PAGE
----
The OWASP Top 10 list is well known as the industry standard for what matters in web security. The list, which ranks the most critical risks organizations face through their web applications, was recently updated. The 2013 Top 10 List features some incremental but noteworthy changes that point to the project’s maturity.
Perhaps the most significant change to the Top 10 list is the moving of “cross-site scripting” (XSS) from its No. 2 spot to No. 3. This is a big change because web security was built on two things: SQL injection and XSS. Almost every browser these days has some level of XSS prevention, so it’s more difficult to deliver a XSS payload to a user. As a result, XSS represents less of a risk.
By moving to No. 3, XSS switched places with “broken authentication and session management,” which moves up to No. 2 from No. 3. Broken authentication and session management isn’t well understood by most developers, and I suspect that’s why it’s moving up. We see a lot of weak authentication and session management schemes. Developers just aren’t doing a good job with it. But they’re going to have to, because this is a new attack vector that will really matter in the future, especially with the move to mobile.
The OWASP also renamed what was previously “failure to restrict URL access” to “missing function-level access control” and moved it up one spot, from No. 8 to No. 7. This makes sense since it doesn’t matter how access is presented. It is either restricted or it’s not.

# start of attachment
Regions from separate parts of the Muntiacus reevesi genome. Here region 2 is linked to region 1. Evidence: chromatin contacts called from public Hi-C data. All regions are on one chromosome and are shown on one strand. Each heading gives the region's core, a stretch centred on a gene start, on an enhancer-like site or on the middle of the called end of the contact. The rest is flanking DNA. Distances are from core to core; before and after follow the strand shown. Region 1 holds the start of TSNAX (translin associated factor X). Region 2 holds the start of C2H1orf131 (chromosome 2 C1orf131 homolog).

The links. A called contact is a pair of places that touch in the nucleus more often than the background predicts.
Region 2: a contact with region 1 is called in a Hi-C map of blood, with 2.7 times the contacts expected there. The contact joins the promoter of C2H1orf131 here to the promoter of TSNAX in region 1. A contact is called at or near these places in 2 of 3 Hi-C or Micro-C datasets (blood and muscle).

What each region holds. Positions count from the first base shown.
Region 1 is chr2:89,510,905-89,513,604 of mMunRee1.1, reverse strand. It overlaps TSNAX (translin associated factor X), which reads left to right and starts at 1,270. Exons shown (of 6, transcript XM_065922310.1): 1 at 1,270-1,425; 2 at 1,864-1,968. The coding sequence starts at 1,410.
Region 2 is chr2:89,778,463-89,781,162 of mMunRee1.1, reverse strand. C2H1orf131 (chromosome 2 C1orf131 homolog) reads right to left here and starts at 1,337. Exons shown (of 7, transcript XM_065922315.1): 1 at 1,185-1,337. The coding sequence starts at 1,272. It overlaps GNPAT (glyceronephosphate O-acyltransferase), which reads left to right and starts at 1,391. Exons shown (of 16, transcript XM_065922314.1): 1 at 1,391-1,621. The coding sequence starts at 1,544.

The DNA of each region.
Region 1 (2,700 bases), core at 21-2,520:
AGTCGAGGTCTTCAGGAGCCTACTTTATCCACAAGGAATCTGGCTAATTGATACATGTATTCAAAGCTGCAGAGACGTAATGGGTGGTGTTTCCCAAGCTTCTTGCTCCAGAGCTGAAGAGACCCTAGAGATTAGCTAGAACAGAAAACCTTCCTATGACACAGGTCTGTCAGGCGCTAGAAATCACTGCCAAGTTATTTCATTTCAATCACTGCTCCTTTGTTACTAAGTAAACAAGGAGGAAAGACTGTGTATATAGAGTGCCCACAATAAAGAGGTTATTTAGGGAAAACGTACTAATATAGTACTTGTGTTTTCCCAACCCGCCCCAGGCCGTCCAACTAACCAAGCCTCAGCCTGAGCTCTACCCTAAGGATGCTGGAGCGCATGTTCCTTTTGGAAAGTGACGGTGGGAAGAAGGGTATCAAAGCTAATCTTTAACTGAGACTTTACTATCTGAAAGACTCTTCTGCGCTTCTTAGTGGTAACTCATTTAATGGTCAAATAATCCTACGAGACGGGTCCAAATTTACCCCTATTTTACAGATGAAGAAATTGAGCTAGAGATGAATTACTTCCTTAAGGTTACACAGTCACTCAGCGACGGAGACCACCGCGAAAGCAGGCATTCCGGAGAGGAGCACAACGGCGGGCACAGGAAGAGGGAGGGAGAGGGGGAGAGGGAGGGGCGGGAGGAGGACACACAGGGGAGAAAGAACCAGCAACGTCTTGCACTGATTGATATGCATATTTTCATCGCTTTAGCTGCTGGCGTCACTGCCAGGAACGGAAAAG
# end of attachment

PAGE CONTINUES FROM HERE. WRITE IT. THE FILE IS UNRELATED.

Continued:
“Insecure cryptographic storage” and “insufficient transport layer protection” were also combined and renamed “sensitive data exposure,” which came in at No. 6. This essentially merges the encryption layer, which makes sense. Sensitive data should be transported over a secure channel and stored in a secure manner. You’re dropping the ball if you do one and not the other.
OWASP also added an item to the Top 10 that I think is long overdue. “Using known vulnerable components” deserves its spot at No. 9. Developers have long used shared libraries and open source code, and oftentimes these components have vulnerabilities that affect the software built with them. This has gone on since the days of PHP-Nuke. I’m shocked that it wasn’t on the list before because it seems so obvious, but maybe that’s why it was overlooked.
Finally, the last change I’d like to point out is also one that I don’t necessarily agree with. That’s the drop that “cross-site request forgery” (CSRF) made from No. 5 to No. 8 on the list. We still see a lot of CSRF, partly because automated testing tools just aren’t good at detecting it. It’s becoming increasingly difficult to test for these vulnerabilities and to know when you need CSRF protection. Unfortunately, it still happens a lot and when an attack is successful it can have significant repercussions – especially when combined with XSS.
The changes that we see in the OWASP 2013 Top 10 won’t impact most people because they are incremental, but overall these changes bode well for the list. It’s getting leaner and better. That’s a sign of the project’s maturity.
” Developers have long used shared libraries and open source code, and oftentimes these components have vulnerabilities that affect the software built with them.”
I’m glad this is on the list as well. A huge percentage of open source code components have security issues but they get used anyway because it’s fast and convenient and a good fix for the present issues. But when you’re developing software you HAVE to think long term and that means making them as secure as possible.